Implications and future directions

A better understanding of the molecular mechanisms altered by expansion of CTG repeats, and of the molecular interactions of the repeat sequence in vivo, is crucial for deciphering the origin of the symptoms of DM1 and to generate appropriate treatments. This work describes, for the first time, the toxic effects of long CUG RNA on cardiac function in a Drosophila model, paving the way for further studies to elucidate the molecular alterations underlying cardiac involvement in DM1. Moreover, the ability to detect changes in the phenotype in response to treatment with a known anti-DM1 compound confirms the specificity of the phenotype and its ability to respond to therapeutic intervention. Because several aspects of DM1 pathogenesis are still unclear, this model could be used to provide a more detailed description of heart involvement in DM1 and allow the identification of potential genetic modifiers of the heart alterations. Importantly, the model can also be used to test the efficacy of different therapeutic approaches that so far have only been tested in skeletal muscle.

Despite the relevance of heart involvement in DM1, the molecular mechanisms causing the abnormalities in electric conduction or contractility are not well understood. In previous inducible DM1 mouse models, conduction disturbances appeared a few days after inducing acute expression of either a short stretch of five CTG triplets or long interrupted CTG repeats (Wang et al., 2007; Mahadevan et al., 2006). These studies pointed to alterations in cardiac conduction and excitability properties as an early event in the appearance of DM1-associated cardiomyopathies. Another mouse model was generated more recently that carries the human DM1 locus constitutively expressed under the regulation of its own promoter and its cis-regulatory elements (DMSXL). These mice constitute a good model of slow and steady-state expression of the triplet expansion, as is observed in individuals with DM1. However, cardiac abnormalities (reduced ventricular myocardium cell excitability) were not observed in baseline conditions; rather, they were only revealed after injection of the sodium-channel blocker flecainide (Algalarrondo et al., 2015).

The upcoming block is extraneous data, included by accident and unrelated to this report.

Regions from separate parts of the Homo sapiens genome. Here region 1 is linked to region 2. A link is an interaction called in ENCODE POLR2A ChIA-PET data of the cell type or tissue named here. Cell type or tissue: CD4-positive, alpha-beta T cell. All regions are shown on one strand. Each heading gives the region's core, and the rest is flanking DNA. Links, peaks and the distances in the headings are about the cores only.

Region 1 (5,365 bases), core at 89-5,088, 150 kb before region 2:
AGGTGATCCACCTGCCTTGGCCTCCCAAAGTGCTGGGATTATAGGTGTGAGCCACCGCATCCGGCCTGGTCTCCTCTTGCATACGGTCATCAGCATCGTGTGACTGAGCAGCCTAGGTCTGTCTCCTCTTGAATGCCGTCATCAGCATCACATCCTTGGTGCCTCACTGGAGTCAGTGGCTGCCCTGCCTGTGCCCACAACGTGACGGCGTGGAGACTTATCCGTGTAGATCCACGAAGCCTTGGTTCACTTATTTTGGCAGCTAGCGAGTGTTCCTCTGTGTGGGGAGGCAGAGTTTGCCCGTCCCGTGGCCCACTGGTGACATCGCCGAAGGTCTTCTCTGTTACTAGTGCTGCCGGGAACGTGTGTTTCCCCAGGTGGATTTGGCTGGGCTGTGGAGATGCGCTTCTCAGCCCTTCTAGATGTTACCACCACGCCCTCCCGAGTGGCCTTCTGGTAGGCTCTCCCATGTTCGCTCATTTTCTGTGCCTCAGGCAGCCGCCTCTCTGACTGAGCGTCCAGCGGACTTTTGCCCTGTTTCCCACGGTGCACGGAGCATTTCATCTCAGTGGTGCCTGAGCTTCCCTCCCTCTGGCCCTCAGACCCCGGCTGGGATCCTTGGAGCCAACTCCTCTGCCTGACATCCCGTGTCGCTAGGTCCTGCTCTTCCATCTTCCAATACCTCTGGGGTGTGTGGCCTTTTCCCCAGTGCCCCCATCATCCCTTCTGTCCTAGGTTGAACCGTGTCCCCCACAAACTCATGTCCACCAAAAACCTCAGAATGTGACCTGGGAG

Adult Drosophila possess an open circulatory system consisting of a dorsal vessel, which is the 1-mm-long pulsatile heart tube, and an anterior aorta that extends through the thorax and into the head (for a review of Drosophila heart development and assessment see Ocorr et al., 2014). The simple structure and physiology of the Drosophila heart tube, together with its readily available genetics, provide a suitable in vivo assay system for studying cardiac dysfunctions. Here, we report the first Drosophila DM1 heart-dysfunction model, generated by overexpression of long pure CUG repeats {250 CUG repeats [CUG(250)×]} under the control of the cardiomyocyte-specific driver GMH5-Gal4. We have detected CUG ribonuclear foci and Muscleblind sequestration (the main molecular features of the disease in humans) in the Drosophila heart cell nuclei, and a shortened median survival and lifespan in DM1 flies. We also measured several Drosophila heart parameters and found that these also resemble the heart dysfunction found in DM1 humans. Importantly, we confirmed that oral administration of pentamidine to flies expressing long CUG repeats releases Muscleblind from these repeats and prevents foci formation in cardiac cell nuclei, also rescuing a subset of heart-dysfunction phenotypes. Our data suggest that Drosophila represents an appropriate DM1 heart-dysfunction model for physiopathological studies and supports the utility of this model for the heart-specific testing of potential therapeutic compounds.